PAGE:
How is it treated?

Cataracts just get worse over time if you don’t do anything about them. The only effective treatment is surgery to remove the cloudy lens and replace it with a new, artificial one.

Diabetic retinopathy  

If you have diabetes, you may experience a complication called diabetic retinopathy. This is when the blood vessels that supply the retina become damaged, causing bleeding and swelling of the retinal tissue. As a result, your vision can become cloudy, and if left untreated diabetic retinopathy can lead to blindness.

What’s your risk?  

According to the NHS, anyone with type 1 or type 2 diabetes is potentially at risk of developing diabetic retinopathyxi. However, your risk is greater if you’ve had diabetes for a long time or any of the following:

  • Persistent high blood glucose

  • High blood pressure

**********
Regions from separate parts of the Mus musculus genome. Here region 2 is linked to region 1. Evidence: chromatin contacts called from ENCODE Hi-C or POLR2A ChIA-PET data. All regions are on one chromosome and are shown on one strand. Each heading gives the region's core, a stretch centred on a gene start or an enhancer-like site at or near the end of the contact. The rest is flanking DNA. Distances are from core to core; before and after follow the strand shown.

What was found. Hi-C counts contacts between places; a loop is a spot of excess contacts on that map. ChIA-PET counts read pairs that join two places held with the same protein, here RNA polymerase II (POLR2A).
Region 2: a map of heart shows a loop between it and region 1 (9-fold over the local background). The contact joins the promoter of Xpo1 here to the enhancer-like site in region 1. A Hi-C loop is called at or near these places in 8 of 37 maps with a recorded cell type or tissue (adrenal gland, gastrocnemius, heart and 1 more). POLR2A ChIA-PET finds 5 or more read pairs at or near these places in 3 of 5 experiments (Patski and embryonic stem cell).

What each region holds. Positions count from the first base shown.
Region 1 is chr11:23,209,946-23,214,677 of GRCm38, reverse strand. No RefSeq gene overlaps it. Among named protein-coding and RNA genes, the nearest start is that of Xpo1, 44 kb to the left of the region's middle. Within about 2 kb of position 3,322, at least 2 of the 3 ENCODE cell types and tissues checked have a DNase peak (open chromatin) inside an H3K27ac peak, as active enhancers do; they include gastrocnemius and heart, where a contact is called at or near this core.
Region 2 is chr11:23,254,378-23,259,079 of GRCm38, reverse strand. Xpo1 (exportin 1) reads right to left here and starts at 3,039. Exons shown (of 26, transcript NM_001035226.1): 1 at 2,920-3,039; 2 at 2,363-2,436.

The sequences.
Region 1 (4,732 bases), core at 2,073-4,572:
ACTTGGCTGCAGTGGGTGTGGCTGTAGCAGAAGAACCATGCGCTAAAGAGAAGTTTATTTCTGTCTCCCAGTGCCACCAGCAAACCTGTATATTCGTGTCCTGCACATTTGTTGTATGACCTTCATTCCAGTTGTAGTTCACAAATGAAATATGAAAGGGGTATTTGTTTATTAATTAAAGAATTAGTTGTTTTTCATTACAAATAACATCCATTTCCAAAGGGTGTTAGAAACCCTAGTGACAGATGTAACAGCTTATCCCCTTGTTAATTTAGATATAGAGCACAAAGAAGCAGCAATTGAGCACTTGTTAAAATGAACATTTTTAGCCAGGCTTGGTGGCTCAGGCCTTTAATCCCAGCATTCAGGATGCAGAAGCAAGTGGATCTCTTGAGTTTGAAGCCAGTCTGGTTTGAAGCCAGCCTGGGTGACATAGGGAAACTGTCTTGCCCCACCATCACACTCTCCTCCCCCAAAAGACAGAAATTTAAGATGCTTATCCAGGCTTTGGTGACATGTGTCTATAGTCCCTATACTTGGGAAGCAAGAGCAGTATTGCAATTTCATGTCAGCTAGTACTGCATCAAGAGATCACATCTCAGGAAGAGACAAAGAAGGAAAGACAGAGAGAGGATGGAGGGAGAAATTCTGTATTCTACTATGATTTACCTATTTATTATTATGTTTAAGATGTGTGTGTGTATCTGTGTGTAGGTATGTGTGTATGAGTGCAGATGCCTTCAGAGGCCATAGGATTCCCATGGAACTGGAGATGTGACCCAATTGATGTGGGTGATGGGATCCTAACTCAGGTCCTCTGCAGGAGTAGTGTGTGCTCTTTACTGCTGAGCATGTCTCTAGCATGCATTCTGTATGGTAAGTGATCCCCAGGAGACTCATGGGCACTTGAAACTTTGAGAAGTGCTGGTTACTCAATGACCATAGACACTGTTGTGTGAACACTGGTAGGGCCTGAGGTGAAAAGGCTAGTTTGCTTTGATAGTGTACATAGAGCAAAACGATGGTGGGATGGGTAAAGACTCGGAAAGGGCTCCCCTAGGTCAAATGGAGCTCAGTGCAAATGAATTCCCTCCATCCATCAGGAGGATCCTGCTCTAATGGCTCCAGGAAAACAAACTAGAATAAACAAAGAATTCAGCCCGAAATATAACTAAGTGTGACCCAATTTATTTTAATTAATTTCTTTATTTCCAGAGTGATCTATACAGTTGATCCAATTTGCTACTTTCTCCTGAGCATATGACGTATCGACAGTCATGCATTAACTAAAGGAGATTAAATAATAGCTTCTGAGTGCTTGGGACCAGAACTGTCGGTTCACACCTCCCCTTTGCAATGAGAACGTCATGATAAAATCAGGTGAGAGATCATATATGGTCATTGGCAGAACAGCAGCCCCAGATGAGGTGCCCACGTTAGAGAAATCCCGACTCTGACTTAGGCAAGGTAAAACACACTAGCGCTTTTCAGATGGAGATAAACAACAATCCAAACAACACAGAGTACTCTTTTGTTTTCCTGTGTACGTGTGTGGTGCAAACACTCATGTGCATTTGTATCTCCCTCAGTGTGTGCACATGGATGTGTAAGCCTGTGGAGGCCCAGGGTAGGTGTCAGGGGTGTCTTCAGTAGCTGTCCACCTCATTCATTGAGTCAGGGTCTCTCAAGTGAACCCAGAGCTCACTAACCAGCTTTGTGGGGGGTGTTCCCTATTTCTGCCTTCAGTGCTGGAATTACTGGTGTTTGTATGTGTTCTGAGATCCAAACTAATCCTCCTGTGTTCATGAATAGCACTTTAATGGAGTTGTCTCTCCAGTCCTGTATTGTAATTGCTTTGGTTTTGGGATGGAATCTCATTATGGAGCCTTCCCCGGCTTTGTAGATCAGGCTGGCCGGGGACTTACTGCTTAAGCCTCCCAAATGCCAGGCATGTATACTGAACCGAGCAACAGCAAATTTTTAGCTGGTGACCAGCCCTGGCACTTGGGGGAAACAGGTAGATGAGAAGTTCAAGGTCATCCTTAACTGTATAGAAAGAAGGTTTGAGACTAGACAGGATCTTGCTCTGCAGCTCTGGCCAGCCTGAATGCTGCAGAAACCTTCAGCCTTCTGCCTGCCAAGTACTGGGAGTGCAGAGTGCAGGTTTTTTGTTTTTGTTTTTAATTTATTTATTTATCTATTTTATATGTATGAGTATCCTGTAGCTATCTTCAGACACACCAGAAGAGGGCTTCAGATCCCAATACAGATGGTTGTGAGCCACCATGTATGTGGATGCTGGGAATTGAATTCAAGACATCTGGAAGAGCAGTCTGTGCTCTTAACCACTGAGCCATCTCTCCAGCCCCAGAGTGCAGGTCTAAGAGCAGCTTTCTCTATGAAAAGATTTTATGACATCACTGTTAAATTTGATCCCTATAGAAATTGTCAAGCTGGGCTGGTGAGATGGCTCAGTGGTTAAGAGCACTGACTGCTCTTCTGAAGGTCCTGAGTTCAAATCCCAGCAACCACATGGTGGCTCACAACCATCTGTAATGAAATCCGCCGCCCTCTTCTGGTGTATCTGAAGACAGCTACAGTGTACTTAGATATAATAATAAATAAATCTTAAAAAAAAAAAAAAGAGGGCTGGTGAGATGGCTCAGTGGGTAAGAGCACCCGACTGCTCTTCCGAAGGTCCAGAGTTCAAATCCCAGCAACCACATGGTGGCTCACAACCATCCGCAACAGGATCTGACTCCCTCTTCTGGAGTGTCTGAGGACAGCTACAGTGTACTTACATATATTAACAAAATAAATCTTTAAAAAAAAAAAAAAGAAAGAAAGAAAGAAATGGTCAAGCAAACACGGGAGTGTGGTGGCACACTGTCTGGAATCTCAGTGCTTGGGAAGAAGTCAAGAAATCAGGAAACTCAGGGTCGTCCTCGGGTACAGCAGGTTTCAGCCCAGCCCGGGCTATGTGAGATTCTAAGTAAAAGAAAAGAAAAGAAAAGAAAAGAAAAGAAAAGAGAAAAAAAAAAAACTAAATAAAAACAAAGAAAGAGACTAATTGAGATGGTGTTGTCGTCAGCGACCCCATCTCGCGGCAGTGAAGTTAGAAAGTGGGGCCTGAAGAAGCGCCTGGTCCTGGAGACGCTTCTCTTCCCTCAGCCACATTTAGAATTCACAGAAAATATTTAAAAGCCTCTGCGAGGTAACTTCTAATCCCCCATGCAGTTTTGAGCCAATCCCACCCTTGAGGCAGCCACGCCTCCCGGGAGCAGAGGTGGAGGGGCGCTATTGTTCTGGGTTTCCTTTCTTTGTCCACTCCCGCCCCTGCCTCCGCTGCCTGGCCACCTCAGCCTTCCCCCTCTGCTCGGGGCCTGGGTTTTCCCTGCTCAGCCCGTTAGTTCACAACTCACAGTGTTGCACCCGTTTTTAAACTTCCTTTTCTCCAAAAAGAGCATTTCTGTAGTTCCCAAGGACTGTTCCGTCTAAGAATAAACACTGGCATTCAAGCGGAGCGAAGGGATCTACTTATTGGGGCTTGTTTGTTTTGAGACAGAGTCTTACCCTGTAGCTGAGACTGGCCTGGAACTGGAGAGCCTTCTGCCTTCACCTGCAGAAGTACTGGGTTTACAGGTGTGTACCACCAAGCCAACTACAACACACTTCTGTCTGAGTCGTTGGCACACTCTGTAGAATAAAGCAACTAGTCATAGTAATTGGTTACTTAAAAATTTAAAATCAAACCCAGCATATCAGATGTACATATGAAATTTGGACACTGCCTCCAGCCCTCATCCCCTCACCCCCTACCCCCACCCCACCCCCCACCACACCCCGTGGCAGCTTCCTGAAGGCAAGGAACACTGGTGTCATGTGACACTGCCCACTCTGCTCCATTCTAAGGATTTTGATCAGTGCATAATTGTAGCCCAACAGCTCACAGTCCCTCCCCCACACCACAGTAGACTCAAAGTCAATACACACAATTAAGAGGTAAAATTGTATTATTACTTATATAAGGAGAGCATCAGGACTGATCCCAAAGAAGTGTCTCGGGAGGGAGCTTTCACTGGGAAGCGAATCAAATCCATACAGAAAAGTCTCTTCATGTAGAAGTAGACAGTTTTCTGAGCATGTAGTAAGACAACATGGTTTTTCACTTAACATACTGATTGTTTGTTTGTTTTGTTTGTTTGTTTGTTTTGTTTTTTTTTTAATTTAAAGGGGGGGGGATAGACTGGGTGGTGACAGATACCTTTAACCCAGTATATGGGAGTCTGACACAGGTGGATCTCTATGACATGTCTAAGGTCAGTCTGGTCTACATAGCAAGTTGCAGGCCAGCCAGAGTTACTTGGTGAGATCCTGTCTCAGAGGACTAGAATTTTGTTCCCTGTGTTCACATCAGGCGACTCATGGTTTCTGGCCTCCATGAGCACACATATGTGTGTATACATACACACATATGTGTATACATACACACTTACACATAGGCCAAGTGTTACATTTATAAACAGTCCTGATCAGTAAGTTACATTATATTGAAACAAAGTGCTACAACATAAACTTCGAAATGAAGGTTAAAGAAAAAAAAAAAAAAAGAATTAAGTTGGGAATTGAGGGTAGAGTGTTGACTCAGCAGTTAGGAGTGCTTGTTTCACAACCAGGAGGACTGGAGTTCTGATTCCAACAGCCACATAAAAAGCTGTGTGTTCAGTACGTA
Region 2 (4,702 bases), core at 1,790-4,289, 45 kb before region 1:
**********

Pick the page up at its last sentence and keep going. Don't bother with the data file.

• High cholesterol

Your risk is also greater if you’re pregnant or you’re of South Asian, Black African or Caribbean backgroundi.

Diabetic retinopathy symptoms

If you have diabetes the signs of diabetic retinopathy should be picked up early during regular diabetic eye screening. However, if you’ve noticed your vision getting gradually worse if you have blurred or patchy vision, eye pain, eye redness, sudden vision loss or floaters, see your GP or diabetes care team as soon as possible.

How is it treated?  

Laser treatment, eye injections and eye surgery are used to treat an advanced stage of diabetic retinopathy. You can stop the condition deteriorating by managing your diabetes and keeping your blood sugar levels under control, as well as managing your blood pressure and cholesterol, keeping them within healthy levels.

Six tips for healthy eyes

Seeing your optometrist for regular eye check-ups is essential for keeping your vision healthy, as they can usually pick up the signs of age-related eye problems long before you experience any related symptoms. Eye tests are free on the NHS, and are usually recommended every two years – but if you’re 40 or older, you may need them more often.

There are also other things you can do to keep your eyes as healthy as possible, especially as you get older, including the following:

1. Eat healthily